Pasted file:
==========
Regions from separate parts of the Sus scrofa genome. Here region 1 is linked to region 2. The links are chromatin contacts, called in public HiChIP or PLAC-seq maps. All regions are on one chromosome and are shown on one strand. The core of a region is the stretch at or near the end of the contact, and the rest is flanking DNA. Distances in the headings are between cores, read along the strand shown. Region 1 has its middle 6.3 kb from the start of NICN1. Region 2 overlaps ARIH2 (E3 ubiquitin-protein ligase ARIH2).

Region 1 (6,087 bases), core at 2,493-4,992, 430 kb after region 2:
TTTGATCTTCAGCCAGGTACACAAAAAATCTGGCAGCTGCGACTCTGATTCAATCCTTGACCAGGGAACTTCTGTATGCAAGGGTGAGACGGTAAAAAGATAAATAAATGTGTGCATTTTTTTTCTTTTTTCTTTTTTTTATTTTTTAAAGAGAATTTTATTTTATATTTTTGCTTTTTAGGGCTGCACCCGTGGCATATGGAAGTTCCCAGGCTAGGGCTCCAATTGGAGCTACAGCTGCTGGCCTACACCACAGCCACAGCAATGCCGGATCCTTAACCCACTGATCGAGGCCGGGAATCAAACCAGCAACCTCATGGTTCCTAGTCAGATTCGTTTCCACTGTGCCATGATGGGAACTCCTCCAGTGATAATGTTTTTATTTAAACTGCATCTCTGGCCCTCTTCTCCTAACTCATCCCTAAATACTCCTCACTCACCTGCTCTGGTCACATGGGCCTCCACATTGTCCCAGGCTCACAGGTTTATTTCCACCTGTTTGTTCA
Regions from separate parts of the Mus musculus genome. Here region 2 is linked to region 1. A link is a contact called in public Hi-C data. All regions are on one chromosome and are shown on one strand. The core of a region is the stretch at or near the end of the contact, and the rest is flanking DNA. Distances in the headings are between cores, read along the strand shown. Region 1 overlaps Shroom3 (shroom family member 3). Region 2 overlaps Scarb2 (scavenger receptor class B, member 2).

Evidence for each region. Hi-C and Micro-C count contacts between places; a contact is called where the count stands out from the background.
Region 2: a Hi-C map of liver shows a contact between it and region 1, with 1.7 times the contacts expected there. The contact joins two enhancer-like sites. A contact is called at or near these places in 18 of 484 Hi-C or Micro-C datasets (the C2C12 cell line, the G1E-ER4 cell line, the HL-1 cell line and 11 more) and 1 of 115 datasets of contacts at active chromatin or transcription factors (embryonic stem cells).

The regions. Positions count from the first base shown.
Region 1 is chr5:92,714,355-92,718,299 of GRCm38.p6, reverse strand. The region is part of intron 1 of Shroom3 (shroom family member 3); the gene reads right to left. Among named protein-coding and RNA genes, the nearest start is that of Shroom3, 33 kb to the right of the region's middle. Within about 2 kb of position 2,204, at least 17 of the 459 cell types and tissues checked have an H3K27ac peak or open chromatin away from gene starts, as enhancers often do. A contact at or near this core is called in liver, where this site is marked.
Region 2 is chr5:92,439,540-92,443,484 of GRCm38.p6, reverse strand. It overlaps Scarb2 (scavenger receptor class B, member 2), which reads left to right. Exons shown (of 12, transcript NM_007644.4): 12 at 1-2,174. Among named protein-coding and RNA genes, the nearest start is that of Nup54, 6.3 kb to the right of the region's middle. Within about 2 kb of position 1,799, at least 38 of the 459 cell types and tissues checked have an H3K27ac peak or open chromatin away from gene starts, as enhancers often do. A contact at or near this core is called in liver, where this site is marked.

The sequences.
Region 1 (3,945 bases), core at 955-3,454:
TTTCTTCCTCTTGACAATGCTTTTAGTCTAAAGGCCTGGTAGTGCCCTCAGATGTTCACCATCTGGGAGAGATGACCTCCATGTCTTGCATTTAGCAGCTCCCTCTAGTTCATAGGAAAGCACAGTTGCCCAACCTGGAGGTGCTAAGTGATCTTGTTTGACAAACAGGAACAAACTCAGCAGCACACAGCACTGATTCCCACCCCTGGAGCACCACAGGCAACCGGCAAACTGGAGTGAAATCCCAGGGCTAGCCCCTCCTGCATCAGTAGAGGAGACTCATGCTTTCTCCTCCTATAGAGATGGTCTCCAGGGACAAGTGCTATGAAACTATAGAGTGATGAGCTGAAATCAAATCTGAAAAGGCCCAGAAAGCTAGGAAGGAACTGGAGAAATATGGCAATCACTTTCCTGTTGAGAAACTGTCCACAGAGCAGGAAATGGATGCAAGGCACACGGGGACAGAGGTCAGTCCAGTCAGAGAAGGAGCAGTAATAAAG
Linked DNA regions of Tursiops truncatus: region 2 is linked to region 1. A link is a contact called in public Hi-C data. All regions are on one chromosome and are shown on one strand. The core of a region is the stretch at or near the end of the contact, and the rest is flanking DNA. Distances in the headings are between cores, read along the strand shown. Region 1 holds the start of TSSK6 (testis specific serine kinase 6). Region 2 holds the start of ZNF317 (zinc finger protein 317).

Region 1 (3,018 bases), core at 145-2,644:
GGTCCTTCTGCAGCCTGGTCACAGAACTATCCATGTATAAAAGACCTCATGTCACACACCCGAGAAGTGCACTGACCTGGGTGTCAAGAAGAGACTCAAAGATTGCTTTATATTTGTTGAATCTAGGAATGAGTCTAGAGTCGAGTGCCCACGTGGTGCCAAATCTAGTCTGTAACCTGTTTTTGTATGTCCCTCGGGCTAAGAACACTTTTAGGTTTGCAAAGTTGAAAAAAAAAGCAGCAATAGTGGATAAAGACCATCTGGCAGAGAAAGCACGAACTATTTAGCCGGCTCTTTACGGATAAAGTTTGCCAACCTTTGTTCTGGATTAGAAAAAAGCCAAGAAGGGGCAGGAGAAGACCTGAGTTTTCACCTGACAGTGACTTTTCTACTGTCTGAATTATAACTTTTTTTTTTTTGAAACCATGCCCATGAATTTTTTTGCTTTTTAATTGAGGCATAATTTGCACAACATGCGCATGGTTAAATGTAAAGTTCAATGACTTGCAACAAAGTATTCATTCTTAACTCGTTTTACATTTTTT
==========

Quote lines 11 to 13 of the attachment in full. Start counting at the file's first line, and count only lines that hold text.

Region 1 (3,945 bases), core at 955-3,454:
TTTCTTCCTCTTGACAATGCTTTTAGTCTAAAGGCCTGGTAGTGCCCTCAGATGTTCACCATCTGGGAGAGATGACCTCCATGTCTTGCATTTAGCAGCTCCCTCTAGTTCATAGGAAAGCACAGTTGCCCAACCTGGAGGTGCTAAGTGATCTTGTTTGACAAACAGGAACAAACTCAGCAGCACACAGCACTGATTCCCACCCCTGGAGCACCACAGGCAACCGGCAAACTGGAGTGAAATCCCAGGGCTAGCCCCTCCTGCATCAGTAGAGGAGACTCATGCTTTCTCCTCCTATAGAGATGGTCTCCAGGGACAAGTGCTATGAAACTATAGAGTGATGAGCTGAAATCAAATCTGAAAAGGCCCAGAAAGCTAGGAAGGAACTGGAGAAATATGGCAATCACTTTCCTGTTGAGAAACTGTCCACAGAGCAGGAAATGGATGCAAGGCACACGGGGACAGAGGTCAGTCCAGTCAGAGAAGGAGCAGTAATAAAG
Linked DNA regions of Tursiops truncatus: region 2 is linked to region 1. A link is a contact called in public Hi-C data. All regions are on one chromosome and are shown on one strand. The core of a region is the stretch at or near the end of the contact, and the rest is flanking DNA. Distances in the headings are between cores, read along the strand shown. Region 1 holds the start of TSSK6 (testis specific serine kinase 6). Region 2 holds the start of ZNF317 (zinc finger protein 317).